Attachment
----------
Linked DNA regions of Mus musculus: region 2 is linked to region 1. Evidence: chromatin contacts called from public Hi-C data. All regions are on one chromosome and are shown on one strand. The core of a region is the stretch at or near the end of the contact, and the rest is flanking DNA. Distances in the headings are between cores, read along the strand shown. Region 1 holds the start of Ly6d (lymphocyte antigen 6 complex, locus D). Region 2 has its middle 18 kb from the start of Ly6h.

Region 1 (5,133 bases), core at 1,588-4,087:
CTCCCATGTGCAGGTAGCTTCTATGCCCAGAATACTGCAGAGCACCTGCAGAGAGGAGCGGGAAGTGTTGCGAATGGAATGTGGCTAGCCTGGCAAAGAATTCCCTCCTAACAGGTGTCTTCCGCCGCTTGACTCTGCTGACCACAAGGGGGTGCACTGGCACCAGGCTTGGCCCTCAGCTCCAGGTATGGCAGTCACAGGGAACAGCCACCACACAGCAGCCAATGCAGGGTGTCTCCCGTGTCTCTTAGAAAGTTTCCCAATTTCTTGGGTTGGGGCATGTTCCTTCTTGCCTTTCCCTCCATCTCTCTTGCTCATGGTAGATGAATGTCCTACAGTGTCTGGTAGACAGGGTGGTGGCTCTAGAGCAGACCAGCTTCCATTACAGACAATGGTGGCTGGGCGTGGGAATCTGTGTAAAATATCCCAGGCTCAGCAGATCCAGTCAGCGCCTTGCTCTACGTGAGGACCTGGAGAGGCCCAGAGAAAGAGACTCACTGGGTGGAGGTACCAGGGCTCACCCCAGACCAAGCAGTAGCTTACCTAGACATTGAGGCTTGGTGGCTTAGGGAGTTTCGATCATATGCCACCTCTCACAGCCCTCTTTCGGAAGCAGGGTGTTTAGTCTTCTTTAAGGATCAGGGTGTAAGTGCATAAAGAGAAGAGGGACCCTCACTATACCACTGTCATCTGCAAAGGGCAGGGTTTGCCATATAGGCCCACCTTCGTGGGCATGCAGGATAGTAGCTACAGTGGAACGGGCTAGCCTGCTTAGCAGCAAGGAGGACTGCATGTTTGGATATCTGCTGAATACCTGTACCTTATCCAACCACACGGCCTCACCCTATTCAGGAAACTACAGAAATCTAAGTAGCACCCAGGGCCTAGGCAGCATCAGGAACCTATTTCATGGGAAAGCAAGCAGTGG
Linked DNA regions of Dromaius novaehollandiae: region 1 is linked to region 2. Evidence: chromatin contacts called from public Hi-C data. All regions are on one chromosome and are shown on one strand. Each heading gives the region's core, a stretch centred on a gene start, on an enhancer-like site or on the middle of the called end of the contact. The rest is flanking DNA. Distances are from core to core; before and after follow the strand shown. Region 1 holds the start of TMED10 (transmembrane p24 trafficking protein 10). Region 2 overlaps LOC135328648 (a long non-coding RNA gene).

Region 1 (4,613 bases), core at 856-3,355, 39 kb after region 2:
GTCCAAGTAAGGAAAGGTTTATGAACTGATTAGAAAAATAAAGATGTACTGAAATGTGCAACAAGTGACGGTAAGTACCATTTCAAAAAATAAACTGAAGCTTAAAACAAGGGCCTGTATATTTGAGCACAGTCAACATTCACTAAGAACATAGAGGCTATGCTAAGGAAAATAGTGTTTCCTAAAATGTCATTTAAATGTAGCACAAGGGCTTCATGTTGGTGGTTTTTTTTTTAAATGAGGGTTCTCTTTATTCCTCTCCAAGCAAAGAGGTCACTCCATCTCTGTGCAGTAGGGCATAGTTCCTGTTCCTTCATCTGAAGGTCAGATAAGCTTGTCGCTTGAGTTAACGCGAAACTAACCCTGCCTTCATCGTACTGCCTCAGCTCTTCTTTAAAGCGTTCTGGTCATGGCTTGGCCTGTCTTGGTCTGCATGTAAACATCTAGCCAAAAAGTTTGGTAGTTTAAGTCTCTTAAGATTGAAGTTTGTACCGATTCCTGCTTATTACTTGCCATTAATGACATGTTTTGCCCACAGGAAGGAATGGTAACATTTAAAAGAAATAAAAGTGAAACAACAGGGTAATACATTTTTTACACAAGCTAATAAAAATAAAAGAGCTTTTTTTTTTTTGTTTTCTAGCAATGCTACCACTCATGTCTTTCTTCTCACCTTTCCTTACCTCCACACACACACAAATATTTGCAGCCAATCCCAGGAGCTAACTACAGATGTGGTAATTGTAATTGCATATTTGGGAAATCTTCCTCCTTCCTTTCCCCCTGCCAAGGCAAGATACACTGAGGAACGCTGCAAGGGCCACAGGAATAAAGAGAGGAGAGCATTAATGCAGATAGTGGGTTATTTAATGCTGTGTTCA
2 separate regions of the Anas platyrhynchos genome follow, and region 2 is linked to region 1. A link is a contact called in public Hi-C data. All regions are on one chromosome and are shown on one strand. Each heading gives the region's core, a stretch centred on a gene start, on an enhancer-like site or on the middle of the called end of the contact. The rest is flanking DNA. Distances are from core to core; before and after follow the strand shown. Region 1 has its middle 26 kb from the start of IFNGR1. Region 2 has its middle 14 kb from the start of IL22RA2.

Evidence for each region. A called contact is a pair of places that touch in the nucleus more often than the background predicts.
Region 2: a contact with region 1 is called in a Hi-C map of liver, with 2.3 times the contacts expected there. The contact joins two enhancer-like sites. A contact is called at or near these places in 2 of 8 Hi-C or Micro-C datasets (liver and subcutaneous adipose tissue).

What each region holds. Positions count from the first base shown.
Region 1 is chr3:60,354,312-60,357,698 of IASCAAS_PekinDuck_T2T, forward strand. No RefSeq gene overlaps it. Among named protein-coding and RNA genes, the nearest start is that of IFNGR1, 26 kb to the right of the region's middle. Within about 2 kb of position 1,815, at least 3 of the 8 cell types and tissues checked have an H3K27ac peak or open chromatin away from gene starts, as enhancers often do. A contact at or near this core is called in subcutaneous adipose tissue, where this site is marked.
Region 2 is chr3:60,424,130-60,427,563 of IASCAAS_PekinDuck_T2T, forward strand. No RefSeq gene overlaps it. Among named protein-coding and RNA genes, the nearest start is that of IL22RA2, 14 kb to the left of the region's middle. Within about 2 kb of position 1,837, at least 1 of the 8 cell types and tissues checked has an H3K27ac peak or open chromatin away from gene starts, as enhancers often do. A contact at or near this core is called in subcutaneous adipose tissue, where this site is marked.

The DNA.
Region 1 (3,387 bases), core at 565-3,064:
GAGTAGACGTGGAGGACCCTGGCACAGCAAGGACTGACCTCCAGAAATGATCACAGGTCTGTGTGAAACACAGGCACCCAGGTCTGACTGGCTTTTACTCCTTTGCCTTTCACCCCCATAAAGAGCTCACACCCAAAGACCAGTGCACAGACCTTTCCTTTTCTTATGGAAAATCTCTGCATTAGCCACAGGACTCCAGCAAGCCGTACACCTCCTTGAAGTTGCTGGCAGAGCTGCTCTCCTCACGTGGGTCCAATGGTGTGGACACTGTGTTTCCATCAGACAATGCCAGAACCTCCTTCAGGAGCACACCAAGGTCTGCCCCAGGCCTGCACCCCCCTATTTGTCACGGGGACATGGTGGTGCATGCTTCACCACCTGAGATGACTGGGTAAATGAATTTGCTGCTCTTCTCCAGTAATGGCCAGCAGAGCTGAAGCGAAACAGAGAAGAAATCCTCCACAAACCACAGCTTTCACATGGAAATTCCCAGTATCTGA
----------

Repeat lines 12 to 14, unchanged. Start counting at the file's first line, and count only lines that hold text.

Region 2 is chr3:60,424,130-60,427,563 of IASCAAS_PekinDuck_T2T, forward strand. No RefSeq gene overlaps it. Among named protein-coding and RNA genes, the nearest start is that of IL22RA2, 14 kb to the left of the region's middle. Within about 2 kb of position 1,837, at least 1 of the 8 cell types and tissues checked has an H3K27ac peak or open chromatin away from gene starts, as enhancers often do. A contact at or near this core is called in subcutaneous adipose tissue, where this site is marked.

The DNA.
Region 1 (3,387 bases), core at 565-3,064: